The Eighteenth Letter — R


The “R” sound in the Egyptian hieratic script was drawn like an open mouth. Our letter “R” doesn’t appear to have any connection with the Egyptian except that the letter form was called “ro”. It does have a stylistic heritage with the Phoenician sound of “R” which they called “resh” or “reza.” In fact, if you mirror-reverse the modern “R,” you can see the similarity to a pictograph of a left-facing head with a neck below. In Hebrew it is Rosh, meaning “head”, as ‘rosh hashanah’, head of the new year.

The Greeks adopted the letter, and called it “rho,” then further changed the letter until it looked almost like the letter “P.” When the Romans borrowed it, they went back to an earlier version and the end result was the graceful modern “R.”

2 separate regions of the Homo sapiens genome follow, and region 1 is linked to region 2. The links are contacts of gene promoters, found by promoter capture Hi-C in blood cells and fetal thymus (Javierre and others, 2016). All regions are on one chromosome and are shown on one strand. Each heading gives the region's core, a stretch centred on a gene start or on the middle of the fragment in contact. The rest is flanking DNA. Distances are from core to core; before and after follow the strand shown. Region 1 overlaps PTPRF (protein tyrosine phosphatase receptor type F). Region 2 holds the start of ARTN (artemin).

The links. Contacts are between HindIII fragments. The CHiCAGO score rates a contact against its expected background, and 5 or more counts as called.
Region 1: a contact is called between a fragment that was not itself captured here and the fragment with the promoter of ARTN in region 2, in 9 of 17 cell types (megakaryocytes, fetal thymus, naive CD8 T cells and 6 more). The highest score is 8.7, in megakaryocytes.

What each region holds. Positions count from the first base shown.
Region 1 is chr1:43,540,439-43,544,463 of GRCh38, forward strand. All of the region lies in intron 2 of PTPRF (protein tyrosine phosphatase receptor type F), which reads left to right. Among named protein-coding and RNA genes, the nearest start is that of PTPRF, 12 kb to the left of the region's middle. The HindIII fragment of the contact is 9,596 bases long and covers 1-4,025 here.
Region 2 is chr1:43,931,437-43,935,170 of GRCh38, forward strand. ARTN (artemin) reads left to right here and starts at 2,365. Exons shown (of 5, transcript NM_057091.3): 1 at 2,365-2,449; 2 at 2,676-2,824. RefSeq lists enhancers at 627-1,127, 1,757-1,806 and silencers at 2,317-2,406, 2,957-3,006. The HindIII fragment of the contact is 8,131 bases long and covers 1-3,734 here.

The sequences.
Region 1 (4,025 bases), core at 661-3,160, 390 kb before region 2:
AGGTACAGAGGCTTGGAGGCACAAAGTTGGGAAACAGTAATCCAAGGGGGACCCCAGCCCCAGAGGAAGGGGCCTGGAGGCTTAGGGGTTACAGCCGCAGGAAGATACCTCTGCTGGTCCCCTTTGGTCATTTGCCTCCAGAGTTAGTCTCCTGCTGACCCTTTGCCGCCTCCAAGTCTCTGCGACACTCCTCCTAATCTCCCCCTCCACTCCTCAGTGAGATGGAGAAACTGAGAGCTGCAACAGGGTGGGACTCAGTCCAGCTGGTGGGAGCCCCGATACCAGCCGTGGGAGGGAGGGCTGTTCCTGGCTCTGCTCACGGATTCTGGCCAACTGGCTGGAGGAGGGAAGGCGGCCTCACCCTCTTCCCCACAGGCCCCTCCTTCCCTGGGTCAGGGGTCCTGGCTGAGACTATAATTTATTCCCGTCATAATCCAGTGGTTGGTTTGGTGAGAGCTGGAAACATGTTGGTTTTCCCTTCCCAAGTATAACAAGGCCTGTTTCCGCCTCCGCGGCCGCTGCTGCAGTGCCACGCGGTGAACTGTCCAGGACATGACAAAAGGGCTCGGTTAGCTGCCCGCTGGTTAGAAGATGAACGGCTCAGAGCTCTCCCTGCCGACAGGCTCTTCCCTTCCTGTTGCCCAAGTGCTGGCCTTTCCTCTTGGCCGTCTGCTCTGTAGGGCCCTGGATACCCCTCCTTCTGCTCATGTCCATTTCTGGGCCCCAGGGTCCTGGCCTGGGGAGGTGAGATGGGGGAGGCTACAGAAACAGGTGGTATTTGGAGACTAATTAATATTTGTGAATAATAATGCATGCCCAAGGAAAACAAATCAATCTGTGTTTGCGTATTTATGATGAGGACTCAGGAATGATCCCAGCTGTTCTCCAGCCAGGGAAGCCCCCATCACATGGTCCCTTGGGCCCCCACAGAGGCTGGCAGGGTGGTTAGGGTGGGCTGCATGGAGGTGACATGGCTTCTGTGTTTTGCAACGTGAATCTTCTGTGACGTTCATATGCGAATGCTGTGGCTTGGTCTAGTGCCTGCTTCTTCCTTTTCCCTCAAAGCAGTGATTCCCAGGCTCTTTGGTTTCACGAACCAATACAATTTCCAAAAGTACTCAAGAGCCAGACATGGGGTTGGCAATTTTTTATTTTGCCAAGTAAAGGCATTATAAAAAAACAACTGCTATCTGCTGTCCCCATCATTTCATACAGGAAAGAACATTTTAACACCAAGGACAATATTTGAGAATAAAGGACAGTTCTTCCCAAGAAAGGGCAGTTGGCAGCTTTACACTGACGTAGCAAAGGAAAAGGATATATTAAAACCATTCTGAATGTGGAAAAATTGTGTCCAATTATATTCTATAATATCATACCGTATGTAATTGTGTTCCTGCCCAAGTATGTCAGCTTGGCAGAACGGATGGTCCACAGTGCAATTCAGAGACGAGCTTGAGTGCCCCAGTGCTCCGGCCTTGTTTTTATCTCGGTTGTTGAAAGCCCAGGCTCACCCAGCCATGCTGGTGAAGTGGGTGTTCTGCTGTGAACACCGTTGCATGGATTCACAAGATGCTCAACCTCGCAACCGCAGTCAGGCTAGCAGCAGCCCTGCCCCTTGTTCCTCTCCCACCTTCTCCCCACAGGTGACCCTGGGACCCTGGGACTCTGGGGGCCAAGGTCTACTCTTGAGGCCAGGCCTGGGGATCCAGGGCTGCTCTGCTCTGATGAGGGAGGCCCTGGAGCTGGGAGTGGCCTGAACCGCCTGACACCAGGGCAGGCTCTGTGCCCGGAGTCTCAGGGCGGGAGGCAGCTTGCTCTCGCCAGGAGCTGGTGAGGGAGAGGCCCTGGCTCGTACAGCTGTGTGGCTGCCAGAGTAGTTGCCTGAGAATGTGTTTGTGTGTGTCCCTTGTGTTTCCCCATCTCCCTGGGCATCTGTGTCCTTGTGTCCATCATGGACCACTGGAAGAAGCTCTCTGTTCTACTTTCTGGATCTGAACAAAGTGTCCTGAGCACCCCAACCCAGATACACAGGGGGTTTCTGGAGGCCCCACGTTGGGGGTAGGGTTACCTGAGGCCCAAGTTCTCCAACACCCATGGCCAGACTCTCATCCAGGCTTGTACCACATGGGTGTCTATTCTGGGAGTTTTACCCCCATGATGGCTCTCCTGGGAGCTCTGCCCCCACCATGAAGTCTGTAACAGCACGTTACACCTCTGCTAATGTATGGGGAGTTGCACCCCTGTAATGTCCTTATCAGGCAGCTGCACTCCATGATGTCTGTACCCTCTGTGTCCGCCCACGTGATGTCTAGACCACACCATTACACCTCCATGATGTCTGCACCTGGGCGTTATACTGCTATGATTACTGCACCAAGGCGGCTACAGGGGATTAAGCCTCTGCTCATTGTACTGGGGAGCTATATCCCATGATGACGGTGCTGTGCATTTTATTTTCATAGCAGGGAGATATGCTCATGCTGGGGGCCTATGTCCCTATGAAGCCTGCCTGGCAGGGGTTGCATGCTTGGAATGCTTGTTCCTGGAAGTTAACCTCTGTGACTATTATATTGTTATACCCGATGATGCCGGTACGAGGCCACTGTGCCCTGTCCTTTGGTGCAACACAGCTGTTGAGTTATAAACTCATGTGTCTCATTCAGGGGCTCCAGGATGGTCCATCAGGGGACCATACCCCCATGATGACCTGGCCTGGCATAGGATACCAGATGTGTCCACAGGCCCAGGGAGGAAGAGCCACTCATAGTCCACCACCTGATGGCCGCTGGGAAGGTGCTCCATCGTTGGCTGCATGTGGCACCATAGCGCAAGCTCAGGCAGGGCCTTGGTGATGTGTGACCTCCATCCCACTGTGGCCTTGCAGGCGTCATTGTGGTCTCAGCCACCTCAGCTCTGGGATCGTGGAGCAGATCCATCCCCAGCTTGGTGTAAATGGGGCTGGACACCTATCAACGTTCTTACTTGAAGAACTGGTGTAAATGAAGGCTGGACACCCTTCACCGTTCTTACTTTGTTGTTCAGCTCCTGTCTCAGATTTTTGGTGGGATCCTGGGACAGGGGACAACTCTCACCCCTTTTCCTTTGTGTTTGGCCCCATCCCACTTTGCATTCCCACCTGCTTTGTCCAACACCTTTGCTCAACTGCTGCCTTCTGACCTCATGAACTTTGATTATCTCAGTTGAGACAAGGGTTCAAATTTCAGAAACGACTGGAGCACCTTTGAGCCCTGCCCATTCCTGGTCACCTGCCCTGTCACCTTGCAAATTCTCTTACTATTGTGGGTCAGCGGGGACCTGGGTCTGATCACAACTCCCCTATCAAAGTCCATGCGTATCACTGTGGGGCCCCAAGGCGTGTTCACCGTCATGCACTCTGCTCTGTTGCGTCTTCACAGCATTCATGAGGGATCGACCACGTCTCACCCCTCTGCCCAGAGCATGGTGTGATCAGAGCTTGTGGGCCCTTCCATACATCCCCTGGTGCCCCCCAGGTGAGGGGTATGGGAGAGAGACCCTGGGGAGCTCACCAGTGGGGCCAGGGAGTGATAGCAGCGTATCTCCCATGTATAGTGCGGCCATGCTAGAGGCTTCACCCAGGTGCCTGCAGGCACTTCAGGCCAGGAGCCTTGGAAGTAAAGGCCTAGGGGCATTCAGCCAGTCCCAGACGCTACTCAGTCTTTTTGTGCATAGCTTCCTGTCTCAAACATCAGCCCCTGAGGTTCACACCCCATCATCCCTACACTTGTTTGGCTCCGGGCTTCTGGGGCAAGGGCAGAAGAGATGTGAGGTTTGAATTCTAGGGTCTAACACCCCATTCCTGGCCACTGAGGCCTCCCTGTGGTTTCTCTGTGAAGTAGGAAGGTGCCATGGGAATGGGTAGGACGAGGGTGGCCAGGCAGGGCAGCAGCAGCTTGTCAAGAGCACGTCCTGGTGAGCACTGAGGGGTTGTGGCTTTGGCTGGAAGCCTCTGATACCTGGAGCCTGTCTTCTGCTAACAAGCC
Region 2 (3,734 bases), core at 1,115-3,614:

The “R” is often called the hardest letter to design. The tail on classic fonts always joins the curve before the curve joins the vertical stroke.

With credit to Allen Haley,
Upper & Lower Case magazine, a typographic centered publication last published from 1970 to 1999.

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